by Bernie May, Research Professor, Department of Animal Science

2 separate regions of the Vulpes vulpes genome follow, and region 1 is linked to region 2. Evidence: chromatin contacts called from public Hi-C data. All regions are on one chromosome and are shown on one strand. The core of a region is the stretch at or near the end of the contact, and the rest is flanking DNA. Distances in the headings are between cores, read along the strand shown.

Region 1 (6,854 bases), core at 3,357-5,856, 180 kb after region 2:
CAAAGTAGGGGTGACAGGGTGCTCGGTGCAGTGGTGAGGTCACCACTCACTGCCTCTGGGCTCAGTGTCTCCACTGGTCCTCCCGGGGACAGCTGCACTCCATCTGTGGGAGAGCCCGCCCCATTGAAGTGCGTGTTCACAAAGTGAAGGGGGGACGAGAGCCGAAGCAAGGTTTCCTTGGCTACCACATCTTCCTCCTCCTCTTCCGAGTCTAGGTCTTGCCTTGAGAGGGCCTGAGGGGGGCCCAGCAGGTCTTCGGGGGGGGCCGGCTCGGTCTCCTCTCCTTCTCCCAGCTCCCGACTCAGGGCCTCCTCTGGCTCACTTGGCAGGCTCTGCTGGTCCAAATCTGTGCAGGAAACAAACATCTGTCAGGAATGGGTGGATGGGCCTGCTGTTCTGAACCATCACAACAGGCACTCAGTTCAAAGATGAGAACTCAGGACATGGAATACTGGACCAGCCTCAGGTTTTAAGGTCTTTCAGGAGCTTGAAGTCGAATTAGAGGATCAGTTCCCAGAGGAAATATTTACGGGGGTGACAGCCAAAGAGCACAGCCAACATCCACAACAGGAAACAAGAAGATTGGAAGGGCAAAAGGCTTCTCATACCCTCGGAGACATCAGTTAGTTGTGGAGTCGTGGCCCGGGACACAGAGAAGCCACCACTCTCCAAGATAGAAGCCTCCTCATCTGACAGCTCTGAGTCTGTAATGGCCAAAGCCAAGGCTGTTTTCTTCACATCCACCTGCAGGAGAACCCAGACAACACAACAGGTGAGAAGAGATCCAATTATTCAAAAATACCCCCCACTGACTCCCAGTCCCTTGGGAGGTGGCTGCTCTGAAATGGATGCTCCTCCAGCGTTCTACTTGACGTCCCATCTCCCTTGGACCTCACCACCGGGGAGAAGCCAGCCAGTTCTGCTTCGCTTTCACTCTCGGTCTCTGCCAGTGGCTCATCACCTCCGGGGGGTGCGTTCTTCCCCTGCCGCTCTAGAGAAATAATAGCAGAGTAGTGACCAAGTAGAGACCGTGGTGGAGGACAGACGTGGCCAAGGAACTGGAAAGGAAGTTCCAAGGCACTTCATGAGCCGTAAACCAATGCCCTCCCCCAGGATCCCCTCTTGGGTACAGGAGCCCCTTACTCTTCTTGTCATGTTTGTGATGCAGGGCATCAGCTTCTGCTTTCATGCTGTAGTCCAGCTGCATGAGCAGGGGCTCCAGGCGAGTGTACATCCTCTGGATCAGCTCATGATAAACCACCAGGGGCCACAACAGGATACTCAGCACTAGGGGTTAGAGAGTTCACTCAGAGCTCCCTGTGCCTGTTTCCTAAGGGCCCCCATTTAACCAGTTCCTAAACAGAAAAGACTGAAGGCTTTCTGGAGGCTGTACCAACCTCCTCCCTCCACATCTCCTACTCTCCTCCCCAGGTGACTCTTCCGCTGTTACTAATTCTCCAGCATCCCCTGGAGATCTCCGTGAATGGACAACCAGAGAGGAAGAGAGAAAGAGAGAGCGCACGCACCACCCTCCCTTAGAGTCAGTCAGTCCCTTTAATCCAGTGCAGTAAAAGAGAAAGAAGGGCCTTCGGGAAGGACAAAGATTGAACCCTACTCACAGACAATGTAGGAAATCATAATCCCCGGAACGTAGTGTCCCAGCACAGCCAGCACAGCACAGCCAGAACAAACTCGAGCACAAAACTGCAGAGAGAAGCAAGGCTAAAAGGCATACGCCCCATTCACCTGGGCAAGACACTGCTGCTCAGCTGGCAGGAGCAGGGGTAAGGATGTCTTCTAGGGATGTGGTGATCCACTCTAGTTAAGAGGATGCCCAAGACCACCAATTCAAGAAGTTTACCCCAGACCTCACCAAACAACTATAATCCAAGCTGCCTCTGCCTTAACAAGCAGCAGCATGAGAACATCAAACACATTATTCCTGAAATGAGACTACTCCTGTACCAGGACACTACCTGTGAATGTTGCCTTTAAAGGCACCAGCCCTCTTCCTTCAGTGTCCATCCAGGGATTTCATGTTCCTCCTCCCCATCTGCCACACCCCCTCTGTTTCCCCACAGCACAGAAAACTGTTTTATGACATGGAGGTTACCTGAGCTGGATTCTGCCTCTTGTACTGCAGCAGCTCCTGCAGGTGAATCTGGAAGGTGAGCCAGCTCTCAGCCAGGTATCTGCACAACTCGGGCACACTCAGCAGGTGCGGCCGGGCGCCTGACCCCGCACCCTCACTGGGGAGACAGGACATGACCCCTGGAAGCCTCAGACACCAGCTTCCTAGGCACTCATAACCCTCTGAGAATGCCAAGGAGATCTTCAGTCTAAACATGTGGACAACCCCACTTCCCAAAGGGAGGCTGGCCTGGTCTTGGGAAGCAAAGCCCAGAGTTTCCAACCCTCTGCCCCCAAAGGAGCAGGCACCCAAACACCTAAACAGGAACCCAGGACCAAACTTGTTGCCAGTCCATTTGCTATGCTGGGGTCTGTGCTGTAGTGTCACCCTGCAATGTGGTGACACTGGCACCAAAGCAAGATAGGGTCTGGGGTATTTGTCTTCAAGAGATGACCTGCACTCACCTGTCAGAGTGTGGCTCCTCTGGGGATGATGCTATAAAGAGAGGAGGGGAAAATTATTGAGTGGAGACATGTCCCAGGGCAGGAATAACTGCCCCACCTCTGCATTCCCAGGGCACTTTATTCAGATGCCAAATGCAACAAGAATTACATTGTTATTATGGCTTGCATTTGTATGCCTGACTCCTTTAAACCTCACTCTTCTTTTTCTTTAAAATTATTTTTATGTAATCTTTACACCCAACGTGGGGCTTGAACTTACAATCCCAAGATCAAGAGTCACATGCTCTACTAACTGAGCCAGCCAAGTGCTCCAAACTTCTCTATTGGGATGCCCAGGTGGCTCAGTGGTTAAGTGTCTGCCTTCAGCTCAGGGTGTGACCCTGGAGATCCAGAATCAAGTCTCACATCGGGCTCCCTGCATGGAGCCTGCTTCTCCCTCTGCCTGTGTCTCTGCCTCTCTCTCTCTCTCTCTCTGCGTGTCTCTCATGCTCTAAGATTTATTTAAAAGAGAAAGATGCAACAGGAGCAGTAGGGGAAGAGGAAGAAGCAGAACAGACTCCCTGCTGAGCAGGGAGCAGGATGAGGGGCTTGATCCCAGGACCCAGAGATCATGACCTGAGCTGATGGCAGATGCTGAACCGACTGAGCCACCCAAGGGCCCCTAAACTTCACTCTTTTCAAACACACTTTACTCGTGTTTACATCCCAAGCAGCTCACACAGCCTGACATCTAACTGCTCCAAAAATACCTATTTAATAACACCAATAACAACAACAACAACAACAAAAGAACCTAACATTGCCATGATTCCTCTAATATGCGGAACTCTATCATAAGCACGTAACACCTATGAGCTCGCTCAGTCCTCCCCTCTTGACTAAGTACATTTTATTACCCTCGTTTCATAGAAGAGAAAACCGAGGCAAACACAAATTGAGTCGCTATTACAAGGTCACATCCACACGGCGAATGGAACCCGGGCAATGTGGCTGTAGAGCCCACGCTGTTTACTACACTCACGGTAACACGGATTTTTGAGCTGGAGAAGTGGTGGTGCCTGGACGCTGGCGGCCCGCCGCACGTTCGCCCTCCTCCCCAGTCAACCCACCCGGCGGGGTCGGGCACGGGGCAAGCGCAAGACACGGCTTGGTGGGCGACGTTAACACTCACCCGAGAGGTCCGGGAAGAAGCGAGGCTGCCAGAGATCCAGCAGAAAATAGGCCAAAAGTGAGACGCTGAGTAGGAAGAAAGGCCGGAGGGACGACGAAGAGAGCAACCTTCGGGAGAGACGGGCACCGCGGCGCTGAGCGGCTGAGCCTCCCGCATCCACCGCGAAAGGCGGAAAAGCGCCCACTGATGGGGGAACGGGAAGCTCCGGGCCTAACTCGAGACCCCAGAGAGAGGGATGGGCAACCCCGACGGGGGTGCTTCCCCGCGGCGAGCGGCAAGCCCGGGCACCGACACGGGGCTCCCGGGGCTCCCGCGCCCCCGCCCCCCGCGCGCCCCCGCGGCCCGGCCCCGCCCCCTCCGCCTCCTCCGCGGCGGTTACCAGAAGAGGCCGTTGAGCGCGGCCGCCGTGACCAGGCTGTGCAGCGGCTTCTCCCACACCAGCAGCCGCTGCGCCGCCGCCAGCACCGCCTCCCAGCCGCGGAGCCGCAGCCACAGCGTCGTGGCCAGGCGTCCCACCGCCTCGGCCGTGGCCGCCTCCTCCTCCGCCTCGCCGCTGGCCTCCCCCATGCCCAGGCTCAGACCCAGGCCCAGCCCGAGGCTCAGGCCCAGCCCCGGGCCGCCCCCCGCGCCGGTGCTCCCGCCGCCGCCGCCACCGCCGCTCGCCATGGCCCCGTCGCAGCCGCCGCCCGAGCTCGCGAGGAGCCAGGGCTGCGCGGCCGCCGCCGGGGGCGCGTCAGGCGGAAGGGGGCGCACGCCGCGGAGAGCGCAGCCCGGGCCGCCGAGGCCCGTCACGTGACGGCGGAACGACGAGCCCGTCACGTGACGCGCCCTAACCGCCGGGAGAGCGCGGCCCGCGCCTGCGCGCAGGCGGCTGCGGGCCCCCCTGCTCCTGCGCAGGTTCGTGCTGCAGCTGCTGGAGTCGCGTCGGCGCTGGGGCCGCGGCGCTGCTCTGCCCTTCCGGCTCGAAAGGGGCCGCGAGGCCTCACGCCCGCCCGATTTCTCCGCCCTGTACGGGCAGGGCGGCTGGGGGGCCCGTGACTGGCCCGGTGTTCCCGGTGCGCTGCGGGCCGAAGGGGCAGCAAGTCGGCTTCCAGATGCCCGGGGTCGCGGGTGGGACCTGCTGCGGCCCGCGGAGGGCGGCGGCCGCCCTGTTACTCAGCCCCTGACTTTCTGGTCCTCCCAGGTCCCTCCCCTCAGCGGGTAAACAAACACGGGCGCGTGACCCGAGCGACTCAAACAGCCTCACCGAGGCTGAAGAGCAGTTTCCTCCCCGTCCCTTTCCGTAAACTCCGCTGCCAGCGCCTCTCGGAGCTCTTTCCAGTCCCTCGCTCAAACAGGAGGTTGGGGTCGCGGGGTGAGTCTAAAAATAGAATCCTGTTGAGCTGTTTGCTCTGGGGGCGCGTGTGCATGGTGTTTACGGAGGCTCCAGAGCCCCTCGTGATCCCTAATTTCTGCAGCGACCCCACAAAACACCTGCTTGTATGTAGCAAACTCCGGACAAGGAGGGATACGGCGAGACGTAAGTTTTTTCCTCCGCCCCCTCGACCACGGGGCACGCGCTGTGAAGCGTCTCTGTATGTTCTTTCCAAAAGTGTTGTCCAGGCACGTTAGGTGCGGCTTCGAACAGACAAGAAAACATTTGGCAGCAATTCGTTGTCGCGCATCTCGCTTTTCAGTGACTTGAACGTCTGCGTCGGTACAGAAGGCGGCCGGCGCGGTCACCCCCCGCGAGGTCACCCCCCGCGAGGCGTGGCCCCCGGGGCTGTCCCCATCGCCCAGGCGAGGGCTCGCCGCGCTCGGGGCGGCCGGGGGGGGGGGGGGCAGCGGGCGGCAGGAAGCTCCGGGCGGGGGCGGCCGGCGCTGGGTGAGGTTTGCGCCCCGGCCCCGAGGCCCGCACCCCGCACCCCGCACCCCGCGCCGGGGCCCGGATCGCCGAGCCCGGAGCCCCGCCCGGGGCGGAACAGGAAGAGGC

The lineage that gave rise to current day salmonid fishes (salmon, trout, whitefish, grayling, and char) went through a polyploid event 30-50 million years ago that doubled their number of chromosomes. This phenomenon meant there were four copies of each chromosome (tetraploid) instead of the normal two copies that most organisms, including humans, have (diploid). Since that polyploidy event occurred, the salmonid genome has continued to evolve such that there are now only two copies of each chromosome, with some having residual tetrasomic regions on the ends of the chromosomes (telomeric regions) reflective of their polyploid origin. These residual tetrasomic regions allow normally disomic chromosomes to pair multivalently in salmonid males that upon gametic segregation give rise to residual tetrasomy for these telomeric loci and in some cases to pseudolinkage where loci on different chromosomes appear to be linked, although the segregation shows an excess of recombinant types over parental types. This change from a tetrasomic to a primarily disomic genome has provided the salmonids with more loci that have been able to evolve more specialized functions in metabolic pathways. The unusual meiotic pairing and gametic segregation of these telomeric regions in male salmonids is reviewed and explained in a recent paper by Bernie May (GVL founder) and Mary Delany (CAES Executive Associate Dean), a topic they studied together over 35 years ago when they first met at The Pennsylvania State University.